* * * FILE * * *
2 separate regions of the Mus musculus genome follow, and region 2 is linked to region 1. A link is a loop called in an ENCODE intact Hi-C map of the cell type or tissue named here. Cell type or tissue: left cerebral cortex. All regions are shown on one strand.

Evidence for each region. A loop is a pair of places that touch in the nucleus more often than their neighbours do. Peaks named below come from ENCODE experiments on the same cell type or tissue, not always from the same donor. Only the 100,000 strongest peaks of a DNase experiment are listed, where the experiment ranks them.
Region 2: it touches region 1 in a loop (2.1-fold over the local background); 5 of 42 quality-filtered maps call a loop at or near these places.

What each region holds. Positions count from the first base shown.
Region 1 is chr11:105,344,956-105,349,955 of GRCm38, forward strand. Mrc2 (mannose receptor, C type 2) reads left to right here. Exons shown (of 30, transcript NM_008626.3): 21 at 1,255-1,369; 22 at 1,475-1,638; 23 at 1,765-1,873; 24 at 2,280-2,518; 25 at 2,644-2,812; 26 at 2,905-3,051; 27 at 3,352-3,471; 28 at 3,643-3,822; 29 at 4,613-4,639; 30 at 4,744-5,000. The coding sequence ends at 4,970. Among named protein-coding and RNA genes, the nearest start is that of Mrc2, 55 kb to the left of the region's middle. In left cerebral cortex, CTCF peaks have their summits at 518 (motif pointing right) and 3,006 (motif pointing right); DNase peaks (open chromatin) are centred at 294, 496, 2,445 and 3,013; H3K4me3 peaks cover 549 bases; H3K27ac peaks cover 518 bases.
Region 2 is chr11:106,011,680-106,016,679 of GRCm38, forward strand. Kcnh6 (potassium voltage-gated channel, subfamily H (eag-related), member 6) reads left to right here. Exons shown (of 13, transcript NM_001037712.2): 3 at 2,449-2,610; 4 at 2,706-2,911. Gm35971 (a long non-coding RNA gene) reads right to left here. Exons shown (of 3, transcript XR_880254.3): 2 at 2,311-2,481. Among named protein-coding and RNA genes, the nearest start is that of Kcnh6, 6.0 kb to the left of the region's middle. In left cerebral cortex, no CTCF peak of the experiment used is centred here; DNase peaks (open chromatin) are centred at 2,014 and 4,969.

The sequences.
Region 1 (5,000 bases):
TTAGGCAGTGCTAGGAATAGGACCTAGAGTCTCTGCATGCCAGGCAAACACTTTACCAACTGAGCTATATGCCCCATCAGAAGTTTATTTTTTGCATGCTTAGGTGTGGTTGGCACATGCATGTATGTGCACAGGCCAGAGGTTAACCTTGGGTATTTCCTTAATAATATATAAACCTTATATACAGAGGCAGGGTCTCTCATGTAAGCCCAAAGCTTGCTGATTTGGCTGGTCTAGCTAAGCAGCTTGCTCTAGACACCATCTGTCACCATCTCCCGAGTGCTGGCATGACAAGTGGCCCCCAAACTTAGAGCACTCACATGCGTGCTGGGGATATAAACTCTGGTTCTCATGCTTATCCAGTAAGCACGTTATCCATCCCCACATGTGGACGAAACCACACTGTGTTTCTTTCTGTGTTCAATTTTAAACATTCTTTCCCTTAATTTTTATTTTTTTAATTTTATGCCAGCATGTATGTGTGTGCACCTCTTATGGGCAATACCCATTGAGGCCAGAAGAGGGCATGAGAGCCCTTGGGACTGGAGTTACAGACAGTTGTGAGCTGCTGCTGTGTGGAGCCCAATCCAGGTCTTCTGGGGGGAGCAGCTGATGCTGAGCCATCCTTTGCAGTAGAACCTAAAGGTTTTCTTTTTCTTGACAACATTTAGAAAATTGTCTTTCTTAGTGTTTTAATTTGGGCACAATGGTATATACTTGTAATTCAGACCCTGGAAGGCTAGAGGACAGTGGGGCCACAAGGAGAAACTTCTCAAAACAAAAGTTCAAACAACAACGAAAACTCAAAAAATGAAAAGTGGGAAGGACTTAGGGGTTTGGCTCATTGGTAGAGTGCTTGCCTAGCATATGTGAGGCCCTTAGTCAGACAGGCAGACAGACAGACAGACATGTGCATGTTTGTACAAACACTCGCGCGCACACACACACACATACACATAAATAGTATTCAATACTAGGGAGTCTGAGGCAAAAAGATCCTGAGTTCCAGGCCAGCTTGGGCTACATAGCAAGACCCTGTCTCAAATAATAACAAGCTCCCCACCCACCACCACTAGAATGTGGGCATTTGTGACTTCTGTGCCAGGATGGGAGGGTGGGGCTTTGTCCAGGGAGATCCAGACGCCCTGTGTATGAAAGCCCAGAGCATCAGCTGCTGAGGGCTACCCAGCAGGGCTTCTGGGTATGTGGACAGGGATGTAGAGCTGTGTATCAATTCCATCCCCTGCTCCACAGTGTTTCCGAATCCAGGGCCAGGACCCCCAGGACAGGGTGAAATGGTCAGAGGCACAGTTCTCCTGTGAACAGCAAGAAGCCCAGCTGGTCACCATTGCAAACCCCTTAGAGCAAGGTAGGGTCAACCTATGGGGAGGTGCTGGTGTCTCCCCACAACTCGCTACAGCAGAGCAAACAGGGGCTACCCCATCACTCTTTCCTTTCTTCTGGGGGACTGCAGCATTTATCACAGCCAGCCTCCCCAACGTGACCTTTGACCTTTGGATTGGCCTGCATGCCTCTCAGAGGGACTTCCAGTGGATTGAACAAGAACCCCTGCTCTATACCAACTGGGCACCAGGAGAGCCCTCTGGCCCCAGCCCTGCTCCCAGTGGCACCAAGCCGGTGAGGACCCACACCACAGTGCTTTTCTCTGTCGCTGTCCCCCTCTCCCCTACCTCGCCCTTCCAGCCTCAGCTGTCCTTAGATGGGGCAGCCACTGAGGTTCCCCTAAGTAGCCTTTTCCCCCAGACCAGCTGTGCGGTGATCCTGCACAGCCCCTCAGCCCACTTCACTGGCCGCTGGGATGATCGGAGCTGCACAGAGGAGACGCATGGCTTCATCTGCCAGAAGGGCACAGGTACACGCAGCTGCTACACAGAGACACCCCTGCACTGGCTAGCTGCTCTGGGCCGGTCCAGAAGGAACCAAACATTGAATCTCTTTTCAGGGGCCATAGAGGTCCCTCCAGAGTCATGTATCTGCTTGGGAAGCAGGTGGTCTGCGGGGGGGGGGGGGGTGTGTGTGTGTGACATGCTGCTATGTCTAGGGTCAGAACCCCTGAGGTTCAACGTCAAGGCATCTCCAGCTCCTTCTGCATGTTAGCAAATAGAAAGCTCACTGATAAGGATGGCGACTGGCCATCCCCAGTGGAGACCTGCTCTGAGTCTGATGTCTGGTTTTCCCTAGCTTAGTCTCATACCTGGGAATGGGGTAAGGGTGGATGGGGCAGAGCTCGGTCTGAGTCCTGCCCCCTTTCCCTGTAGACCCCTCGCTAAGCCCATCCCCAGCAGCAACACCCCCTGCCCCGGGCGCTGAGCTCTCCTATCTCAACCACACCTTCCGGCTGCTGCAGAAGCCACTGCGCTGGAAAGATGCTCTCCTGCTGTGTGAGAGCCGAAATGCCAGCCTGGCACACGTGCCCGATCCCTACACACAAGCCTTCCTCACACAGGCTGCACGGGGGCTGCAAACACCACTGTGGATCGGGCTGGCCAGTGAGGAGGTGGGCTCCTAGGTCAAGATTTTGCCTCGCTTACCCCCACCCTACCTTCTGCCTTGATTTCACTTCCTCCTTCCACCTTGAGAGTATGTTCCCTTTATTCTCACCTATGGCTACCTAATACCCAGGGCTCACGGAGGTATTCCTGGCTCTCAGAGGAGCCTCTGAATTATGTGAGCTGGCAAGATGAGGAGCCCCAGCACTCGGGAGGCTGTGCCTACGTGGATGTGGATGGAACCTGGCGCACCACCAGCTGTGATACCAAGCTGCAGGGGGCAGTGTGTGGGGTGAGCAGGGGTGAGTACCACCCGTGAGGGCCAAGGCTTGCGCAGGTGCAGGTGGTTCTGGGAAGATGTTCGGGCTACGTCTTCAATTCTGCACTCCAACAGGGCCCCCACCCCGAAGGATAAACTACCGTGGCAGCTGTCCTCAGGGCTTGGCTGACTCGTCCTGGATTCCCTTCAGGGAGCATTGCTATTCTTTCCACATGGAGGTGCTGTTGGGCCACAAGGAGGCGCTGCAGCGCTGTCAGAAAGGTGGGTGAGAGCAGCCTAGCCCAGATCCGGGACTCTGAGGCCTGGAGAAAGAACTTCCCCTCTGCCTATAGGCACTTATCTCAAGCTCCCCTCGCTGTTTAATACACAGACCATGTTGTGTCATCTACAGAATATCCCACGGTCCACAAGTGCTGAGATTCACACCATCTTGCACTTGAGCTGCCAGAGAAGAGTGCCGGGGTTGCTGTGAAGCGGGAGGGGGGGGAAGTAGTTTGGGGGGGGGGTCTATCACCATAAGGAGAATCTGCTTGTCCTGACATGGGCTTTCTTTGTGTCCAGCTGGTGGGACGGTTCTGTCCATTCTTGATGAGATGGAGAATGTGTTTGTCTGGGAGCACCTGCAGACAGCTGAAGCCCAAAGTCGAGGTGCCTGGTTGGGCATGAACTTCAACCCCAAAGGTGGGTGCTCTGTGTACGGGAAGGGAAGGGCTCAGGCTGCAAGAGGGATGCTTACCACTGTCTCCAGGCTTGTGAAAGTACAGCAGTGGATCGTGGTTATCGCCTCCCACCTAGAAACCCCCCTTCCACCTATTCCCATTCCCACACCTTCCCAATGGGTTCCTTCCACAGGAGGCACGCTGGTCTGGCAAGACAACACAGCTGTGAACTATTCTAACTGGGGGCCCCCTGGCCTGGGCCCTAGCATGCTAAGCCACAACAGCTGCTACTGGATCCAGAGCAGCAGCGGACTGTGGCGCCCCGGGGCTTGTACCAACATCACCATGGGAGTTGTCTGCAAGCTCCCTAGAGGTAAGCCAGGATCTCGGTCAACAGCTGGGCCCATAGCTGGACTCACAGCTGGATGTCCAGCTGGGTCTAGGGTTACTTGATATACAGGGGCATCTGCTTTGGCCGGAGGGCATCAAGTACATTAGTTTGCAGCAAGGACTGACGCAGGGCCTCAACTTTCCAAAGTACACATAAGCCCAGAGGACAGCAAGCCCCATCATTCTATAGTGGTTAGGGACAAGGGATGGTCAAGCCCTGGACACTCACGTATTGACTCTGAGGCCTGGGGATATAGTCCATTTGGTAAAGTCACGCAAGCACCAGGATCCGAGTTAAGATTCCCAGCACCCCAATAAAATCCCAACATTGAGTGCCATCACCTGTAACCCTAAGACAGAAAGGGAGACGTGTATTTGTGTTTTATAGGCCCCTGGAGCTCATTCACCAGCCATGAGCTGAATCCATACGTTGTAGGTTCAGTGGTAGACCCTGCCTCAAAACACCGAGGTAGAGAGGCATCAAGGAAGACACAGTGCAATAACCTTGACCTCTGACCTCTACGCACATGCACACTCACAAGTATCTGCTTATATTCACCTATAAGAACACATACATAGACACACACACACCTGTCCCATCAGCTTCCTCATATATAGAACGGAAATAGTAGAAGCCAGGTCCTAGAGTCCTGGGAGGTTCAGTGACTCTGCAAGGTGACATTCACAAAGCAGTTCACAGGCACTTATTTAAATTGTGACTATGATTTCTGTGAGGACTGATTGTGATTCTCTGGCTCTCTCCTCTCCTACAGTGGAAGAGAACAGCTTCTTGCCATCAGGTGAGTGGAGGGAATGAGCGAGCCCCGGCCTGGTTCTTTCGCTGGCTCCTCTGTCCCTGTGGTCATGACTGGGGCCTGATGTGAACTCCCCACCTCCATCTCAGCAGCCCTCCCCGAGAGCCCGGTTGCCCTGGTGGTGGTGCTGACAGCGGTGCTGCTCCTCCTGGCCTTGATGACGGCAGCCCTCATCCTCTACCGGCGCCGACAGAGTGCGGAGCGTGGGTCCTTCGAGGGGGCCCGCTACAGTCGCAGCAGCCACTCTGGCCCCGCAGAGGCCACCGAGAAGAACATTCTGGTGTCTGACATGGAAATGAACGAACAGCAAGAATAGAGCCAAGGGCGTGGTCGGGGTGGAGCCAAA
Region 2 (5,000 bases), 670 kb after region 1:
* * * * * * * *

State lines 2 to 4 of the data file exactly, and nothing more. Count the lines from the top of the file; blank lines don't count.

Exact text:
Evidence for each region. A loop is a pair of places that touch in the nucleus more often than their neighbours do. Peaks named below come from ENCODE experiments on the same cell type or tissue, not always from the same donor. Only the 100,000 strongest peaks of a DNase experiment are listed, where the experiment ranks them.
Region 2: it touches region 1 in a loop (2.1-fold over the local background); 5 of 42 quality-filtered maps call a loop at or near these places.

What each region holds. Positions count from the first base shown.